• Warm Gloves – Gloves will keep your paws warm which will make you feel warmer as well.
  • Hand warmers – If the gloves aren’t enough some hand warmers are amazing. They will safely store in your trunk for years. Great for sporting events too!
  • Wool Blanket or Sleeping Bag – A good wool blanket will keep you incredibly warm. A good sleeping bag like Elite Survival Systems Recon 3 packs small and can be used for camping as well.
  • Fleece Toboggan – You lose a lot of heat through your head, so wrap that bad boy up in something warm.

To stay comfortable

  • Flashlight/Headlamp – Let’s face it. Being in the dark alone on the side of the road sucks out loud. Just having some light makes a world of difference. I prefer headlamps for their hands free simplicity. Make sure you have spare batteries too.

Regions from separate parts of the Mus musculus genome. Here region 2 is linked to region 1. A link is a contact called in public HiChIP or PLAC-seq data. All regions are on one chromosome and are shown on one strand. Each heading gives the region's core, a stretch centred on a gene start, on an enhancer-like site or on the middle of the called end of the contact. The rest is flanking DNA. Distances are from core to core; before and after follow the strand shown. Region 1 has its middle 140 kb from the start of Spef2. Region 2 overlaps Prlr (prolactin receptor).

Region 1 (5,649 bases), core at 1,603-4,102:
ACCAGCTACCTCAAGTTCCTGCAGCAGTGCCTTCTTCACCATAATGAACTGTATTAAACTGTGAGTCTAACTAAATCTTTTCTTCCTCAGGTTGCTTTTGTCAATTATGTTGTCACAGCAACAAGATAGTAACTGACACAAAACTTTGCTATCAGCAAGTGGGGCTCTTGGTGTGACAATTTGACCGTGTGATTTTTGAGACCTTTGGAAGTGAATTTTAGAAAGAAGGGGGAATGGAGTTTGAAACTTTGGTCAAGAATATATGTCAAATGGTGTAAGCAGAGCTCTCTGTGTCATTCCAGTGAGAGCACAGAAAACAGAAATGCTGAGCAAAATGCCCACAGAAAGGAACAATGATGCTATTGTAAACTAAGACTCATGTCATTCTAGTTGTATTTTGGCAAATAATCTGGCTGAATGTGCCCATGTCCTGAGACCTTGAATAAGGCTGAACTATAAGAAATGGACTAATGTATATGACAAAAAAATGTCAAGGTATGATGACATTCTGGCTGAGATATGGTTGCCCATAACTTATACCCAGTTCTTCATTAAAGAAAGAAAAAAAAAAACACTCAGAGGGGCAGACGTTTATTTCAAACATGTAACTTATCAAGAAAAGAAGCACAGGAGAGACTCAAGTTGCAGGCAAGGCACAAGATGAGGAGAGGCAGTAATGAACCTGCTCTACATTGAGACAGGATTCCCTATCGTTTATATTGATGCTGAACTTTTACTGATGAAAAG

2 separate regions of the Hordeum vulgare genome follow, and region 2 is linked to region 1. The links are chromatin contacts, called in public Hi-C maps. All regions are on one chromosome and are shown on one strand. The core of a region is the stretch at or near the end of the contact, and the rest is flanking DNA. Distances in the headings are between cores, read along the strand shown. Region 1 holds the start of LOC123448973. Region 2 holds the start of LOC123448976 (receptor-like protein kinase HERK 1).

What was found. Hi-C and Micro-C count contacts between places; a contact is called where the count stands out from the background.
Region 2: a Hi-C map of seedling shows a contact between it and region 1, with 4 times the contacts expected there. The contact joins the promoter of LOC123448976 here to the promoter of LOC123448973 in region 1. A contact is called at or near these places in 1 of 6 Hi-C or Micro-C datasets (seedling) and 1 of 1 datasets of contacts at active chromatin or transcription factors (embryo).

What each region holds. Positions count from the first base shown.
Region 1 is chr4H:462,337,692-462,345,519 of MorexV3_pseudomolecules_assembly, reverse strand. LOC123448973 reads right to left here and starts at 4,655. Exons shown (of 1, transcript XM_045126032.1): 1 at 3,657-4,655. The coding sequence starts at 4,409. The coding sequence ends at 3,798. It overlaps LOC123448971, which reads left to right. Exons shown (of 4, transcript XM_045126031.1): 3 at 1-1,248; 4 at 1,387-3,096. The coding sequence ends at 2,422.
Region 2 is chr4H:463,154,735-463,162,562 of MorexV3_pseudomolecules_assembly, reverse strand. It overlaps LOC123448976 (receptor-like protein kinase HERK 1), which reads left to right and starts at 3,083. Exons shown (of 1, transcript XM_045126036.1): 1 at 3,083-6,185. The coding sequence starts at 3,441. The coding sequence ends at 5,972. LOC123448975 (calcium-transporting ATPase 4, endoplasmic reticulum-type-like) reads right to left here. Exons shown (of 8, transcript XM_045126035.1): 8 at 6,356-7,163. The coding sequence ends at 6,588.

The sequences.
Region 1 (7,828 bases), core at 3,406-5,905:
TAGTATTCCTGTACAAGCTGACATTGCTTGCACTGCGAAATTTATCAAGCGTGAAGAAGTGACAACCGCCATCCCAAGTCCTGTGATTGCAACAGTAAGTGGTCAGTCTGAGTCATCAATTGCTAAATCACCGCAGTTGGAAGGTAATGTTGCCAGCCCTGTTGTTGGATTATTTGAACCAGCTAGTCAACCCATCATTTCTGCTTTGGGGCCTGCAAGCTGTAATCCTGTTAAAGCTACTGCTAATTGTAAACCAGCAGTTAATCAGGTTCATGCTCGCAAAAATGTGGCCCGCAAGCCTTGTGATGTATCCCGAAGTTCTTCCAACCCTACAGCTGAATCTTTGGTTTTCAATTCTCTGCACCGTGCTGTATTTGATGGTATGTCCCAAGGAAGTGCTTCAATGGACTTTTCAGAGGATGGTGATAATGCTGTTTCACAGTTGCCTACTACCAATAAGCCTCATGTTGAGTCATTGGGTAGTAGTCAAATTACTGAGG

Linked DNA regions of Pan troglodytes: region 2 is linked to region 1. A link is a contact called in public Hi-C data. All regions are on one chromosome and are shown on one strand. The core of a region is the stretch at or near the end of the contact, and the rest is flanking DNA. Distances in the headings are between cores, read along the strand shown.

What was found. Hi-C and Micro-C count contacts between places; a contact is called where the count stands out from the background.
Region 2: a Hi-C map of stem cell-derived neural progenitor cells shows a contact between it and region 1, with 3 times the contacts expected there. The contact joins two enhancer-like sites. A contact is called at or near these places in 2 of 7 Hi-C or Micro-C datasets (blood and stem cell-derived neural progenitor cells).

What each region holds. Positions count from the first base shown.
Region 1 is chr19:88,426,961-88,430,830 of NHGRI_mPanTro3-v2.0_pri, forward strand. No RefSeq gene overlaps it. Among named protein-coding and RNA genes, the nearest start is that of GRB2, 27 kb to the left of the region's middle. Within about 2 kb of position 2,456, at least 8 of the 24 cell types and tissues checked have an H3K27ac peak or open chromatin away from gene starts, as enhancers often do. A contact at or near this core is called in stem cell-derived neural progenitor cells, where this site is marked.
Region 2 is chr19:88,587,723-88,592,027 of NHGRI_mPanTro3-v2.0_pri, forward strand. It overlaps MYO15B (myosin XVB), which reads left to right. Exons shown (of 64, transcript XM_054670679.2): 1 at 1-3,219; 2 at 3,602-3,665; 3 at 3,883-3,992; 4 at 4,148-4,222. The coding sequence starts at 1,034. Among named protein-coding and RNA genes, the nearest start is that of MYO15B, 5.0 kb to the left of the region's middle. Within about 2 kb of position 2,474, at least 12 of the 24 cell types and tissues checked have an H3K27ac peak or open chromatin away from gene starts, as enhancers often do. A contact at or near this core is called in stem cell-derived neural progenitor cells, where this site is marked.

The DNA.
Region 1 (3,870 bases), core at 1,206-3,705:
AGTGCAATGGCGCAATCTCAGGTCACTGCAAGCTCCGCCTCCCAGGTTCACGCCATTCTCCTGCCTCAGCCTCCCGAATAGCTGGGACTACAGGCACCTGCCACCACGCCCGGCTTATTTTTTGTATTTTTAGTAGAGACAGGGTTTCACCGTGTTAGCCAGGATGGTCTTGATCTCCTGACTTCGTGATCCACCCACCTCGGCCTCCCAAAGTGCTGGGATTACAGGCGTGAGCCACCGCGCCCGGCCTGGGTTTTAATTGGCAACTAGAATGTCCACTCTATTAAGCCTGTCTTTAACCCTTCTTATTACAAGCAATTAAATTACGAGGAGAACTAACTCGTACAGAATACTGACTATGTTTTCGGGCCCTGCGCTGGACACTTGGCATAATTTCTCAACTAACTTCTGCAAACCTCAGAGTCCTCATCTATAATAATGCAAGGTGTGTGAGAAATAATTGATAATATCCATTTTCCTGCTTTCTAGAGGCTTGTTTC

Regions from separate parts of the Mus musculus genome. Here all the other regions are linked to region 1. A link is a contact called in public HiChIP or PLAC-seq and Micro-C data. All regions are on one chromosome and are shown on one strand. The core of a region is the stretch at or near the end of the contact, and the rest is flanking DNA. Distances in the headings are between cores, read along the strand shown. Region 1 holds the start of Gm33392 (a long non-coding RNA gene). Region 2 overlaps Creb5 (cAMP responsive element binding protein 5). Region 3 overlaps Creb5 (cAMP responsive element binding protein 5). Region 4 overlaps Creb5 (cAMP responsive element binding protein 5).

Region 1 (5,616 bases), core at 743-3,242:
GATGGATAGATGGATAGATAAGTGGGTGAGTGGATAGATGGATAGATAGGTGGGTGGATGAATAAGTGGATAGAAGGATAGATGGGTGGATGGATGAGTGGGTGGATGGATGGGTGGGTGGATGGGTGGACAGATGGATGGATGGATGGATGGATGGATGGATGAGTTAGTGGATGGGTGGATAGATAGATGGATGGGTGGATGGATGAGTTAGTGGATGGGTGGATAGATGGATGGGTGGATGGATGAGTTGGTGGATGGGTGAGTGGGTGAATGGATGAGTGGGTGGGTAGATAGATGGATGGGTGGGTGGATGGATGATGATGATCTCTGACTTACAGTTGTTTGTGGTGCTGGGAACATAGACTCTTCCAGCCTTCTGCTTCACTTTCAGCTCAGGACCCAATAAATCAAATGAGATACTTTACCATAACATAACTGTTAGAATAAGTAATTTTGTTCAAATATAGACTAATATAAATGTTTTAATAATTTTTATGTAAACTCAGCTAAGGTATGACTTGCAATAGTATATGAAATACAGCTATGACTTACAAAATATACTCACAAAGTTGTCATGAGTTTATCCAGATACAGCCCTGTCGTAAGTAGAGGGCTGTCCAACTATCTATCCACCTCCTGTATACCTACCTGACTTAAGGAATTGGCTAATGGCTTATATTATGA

• Battery powered radio – Or hand crank if you prefer. This serves two purposes. It can entertain and inform you. Good to have one of these around the house as well if the regular communication methods are down and this won’t wear down your cell phone battery.
  • Water – two days’ worth – Throw 2 gallons of water in your car and you are golden.
  • Snack Food – two days’ worth – Something that won’t easily go bad and doesn’t need preparation. Snack bars, jerky, power bars, trail mix.

Just in case

  • Matches or Lighter – I prefer the cheap Bic lighters. I doubt that you would need to start a fire in your car, but you never know…